“When the fire of fear rages, people hide the beauty of love and peace in their caves. Get out of those caves. These beauties are enveloped with the dust of the noise and the arms of the creepers of greed. Love is the driving emotion for joy, forgiveness and peace. Love has no laws, because they are not required in its domain. Love has no age, color and boundaries. God is love and His children inherit this love. Love is light, and to act in fear is to turn off the light.
“Love is selfless, caring, and the manifestation of the divine spark. Love is not escapism. Love is the circulation of the blood in the body. Love is the energy that heals. It softens cynical hearts. Love is strong, unlike fear; love is surrender whereas fear binds; love is honest whereas fear is deceitful. Love is trust, forgiving and compassionate.
“What is fear?”
“Fear is Adolf Hitler who killed 32 million people because of a tiny minority of the Jews, and two atom bombs dropped on Hiroshima and Nagasaki. It was fear that led the Chinese Cultural Revolution in which 30 million people were killed, and Stalin who was responsible for 17 million deaths, Khomeini who sent children to die in the war with Iraq and the Hutus in Rwanda.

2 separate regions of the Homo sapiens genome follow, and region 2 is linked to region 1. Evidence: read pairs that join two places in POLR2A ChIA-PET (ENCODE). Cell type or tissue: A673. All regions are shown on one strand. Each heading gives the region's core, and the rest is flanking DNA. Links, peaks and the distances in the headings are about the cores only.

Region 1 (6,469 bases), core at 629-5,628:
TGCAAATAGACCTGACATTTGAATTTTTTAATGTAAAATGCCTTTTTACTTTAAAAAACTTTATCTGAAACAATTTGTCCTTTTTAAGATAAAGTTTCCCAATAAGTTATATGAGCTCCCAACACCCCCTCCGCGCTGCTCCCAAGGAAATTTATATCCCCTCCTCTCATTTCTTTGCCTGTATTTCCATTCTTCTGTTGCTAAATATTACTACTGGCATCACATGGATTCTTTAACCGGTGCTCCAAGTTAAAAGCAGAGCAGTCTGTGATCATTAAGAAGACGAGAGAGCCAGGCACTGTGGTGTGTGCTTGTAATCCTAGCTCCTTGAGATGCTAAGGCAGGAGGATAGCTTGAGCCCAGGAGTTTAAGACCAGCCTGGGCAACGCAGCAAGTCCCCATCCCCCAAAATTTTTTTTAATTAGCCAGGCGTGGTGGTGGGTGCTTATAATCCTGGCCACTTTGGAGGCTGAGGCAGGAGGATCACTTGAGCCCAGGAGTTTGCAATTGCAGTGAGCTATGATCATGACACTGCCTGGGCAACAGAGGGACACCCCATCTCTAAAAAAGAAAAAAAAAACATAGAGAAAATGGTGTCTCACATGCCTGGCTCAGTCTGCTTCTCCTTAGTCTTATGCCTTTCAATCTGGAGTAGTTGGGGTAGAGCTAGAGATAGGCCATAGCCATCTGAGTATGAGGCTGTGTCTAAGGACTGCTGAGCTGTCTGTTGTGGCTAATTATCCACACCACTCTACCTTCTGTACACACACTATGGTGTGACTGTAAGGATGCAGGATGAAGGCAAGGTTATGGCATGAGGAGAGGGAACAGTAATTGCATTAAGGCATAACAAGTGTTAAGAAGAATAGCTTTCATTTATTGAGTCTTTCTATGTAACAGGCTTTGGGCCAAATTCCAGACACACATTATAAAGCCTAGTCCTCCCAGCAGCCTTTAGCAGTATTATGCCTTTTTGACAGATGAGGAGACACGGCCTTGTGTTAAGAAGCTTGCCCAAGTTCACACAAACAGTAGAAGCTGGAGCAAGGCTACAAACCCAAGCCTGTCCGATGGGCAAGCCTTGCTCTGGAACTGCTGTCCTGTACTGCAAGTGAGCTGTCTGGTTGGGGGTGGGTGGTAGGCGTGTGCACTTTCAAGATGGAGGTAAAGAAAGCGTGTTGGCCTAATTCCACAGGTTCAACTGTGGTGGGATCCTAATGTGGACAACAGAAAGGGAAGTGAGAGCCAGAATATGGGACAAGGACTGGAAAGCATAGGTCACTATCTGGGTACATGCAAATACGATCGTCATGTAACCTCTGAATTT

There are ethical, racial, religious and national genocides and all are based on fear. The partition of the subcontinent of India in 1947 was the outcome of the fear of being dominated by the majority.”
“How to stop these genocides?” The poet asked.
“Without protecting the rights of the minorities, peace shall remain elusive, and genocides will continue raising their ugliness.” The voice said.
“Is there any peaceful solution?” The poet put another question.
“The nations which fail to protect the human rights of minorities should be denied their entry into international markets, and the advantages of financial institutions. Their memberships with international organizations should be suspended, and their foreign aid should be curtailed or given with conditions. The loans of the governments which repress ethnic minorities, particularly through laws, should not be granted by the UN agencies. Those loans should be revoked even if they have been approved.